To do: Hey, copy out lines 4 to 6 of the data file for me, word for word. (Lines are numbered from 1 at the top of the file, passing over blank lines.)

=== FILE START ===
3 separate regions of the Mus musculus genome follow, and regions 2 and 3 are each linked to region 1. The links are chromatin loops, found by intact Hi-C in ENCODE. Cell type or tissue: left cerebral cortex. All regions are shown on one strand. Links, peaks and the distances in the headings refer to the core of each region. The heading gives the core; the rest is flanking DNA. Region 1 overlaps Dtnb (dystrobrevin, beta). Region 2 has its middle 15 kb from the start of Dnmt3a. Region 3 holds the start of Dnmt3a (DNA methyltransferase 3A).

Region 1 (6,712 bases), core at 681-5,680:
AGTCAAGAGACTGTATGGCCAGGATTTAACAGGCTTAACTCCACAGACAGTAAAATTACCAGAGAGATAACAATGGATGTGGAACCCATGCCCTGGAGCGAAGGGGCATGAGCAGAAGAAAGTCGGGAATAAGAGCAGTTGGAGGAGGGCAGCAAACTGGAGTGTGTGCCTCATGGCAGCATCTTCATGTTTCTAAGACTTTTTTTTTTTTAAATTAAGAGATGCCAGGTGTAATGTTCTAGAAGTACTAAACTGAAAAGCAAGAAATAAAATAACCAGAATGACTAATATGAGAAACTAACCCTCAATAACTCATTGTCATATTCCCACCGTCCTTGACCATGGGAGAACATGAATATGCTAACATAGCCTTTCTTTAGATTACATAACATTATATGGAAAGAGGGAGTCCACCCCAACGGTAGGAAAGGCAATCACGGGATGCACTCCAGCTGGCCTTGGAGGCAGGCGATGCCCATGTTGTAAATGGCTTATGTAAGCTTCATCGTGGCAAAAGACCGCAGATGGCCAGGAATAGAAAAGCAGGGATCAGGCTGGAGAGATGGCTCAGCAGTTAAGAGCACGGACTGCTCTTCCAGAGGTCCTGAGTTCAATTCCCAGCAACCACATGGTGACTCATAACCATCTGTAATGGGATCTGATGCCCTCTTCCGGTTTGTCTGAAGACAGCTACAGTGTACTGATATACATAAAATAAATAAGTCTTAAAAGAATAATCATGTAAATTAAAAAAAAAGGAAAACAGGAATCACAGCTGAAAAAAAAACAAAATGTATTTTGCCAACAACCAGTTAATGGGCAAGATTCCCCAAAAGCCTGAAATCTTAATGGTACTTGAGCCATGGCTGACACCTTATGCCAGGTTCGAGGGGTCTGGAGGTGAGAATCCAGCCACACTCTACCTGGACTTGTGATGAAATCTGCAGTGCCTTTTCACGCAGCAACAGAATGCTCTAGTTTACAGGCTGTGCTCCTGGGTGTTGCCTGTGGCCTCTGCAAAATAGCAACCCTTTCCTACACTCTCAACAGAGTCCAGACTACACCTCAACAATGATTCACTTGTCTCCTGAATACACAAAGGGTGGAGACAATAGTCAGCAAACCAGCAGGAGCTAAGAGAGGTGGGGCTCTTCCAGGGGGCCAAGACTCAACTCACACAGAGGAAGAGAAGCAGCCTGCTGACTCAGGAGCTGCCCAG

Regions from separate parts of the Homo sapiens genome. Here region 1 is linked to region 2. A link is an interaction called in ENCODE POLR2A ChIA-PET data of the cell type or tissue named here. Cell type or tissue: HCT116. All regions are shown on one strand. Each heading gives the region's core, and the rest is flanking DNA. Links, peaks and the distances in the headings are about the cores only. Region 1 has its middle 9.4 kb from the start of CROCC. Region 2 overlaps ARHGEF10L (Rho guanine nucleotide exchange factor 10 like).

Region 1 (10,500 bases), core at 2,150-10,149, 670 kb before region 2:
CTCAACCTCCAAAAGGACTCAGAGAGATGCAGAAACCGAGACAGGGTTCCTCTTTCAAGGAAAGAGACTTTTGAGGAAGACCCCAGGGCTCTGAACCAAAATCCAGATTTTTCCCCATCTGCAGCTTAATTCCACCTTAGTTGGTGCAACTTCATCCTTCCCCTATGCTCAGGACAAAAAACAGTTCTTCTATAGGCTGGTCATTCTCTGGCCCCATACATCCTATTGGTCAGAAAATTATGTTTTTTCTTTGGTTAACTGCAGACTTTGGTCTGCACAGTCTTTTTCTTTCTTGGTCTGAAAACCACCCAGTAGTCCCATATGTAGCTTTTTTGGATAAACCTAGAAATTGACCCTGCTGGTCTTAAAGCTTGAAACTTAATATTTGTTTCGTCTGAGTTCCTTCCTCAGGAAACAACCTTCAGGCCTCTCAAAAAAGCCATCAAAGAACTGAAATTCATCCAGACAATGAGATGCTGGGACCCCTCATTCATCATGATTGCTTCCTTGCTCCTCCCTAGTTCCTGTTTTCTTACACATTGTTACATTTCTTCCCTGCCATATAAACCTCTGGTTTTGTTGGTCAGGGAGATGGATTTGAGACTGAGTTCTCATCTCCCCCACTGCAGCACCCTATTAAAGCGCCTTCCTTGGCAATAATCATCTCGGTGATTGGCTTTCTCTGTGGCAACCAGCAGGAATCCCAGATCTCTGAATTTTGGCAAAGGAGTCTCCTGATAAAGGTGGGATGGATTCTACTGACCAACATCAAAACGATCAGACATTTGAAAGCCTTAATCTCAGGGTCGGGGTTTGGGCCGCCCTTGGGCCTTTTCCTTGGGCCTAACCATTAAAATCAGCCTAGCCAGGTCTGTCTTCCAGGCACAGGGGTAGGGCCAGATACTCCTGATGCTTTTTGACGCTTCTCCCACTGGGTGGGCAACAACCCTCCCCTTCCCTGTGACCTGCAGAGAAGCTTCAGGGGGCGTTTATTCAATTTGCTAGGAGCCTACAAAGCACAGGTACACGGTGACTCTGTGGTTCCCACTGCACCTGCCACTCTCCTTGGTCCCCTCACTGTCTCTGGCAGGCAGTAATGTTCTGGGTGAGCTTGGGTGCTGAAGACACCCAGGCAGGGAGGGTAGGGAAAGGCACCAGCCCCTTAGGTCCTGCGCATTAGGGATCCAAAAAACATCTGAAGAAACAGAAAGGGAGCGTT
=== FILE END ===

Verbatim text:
Regions from separate parts of the Homo sapiens genome. Here region 1 is linked to region 2. A link is an interaction called in ENCODE POLR2A ChIA-PET data of the cell type or tissue named here. Cell type or tissue: HCT116. All regions are shown on one strand. Each heading gives the region's core, and the rest is flanking DNA. Links, peaks and the distances in the headings are about the cores only. Region 1 has its middle 9.4 kb from the start of CROCC. Region 2 overlaps ARHGEF10L (Rho guanine nucleotide exchange factor 10 like).

Region 1 (10,500 bases), core at 2,150-10,149, 670 kb before region 2:
CTCAACCTCCAAAAGGACTCAGAGAGATGCAGAAACCGAGACAGGGTTCCTCTTTCAAGGAAAGAGACTTTTGAGGAAGACCCCAGGGCTCTGAACCAAAATCCAGATTTTTCCCCATCTGCAGCTTAATTCCACCTTAGTTGGTGCAACTTCATCCTTCCCCTATGCTCAGGACAAAAAACAGTTCTTCTATAGGCTGGTCATTCTCTGGCCCCATACATCCTATTGGTCAGAAAATTATGTTTTTTCTTTGGTTAACTGCAGACTTTGGTCTGCACAGTCTTTTTCTTTCTTGGTCTGAAAACCACCCAGTAGTCCCATATGTAGCTTTTTTGGATAAACCTAGAAATTGACCCTGCTGGTCTTAAAGCTTGAAACTTAATATTTGTTTCGTCTGAGTTCCTTCCTCAGGAAACAACCTTCAGGCCTCTCAAAAAAGCCATCAAAGAACTGAAATTCATCCAGACAATGAGATGCTGGGACCCCTCATTCATCATGATTGCTTCCTTGCTCCTCCCTAGTTCCTGTTTTCTTACACATTGTTACATTTCTTCCCTGCCATATAAACCTCTGGTTTTGTTGGTCAGGGAGATGGATTTGAGACTGAGTTCTCATCTCCCCCACTGCAGCACCCTATTAAAGCGCCTTCCTTGGCAATAATCATCTCGGTGATTGGCTTTCTCTGTGGCAACCAGCAGGAATCCCAGATCTCTGAATTTTGGCAAAGGAGTCTCCTGATAAAGGTGGGATGGATTCTACTGACCAACATCAAAACGATCAGACATTTGAAAGCCTTAATCTCAGGGTCGGGGTTTGGGCCGCCCTTGGGCCTTTTCCTTGGGCCTAACCATTAAAATCAGCCTAGCCAGGTCTGTCTTCCAGGCACAGGGGTAGGGCCAGATACTCCTGATGCTTTTTGACGCTTCTCCCACTGGGTGGGCAACAACCCTCCCCTTCCCTGTGACCTGCAGAGAAGCTTCAGGGGGCGTTTATTCAATTTGCTAGGAGCCTACAAAGCACAGGTACACGGTGACTCTGTGGTTCCCACTGCACCTGCCACTCTCCTTGGTCCCCTCACTGTCTCTGGCAGGCAGTAATGTTCTGGGTGAGCTTGGGTGCTGAAGACACCCAGGCAGGGAGGGTAGGGAAAGGCACCAGCCCCTTAGGTCCTGCGCATTAGGGATCCAAAAAACATCTGAAGAAACAGAAAGGGAGCGTT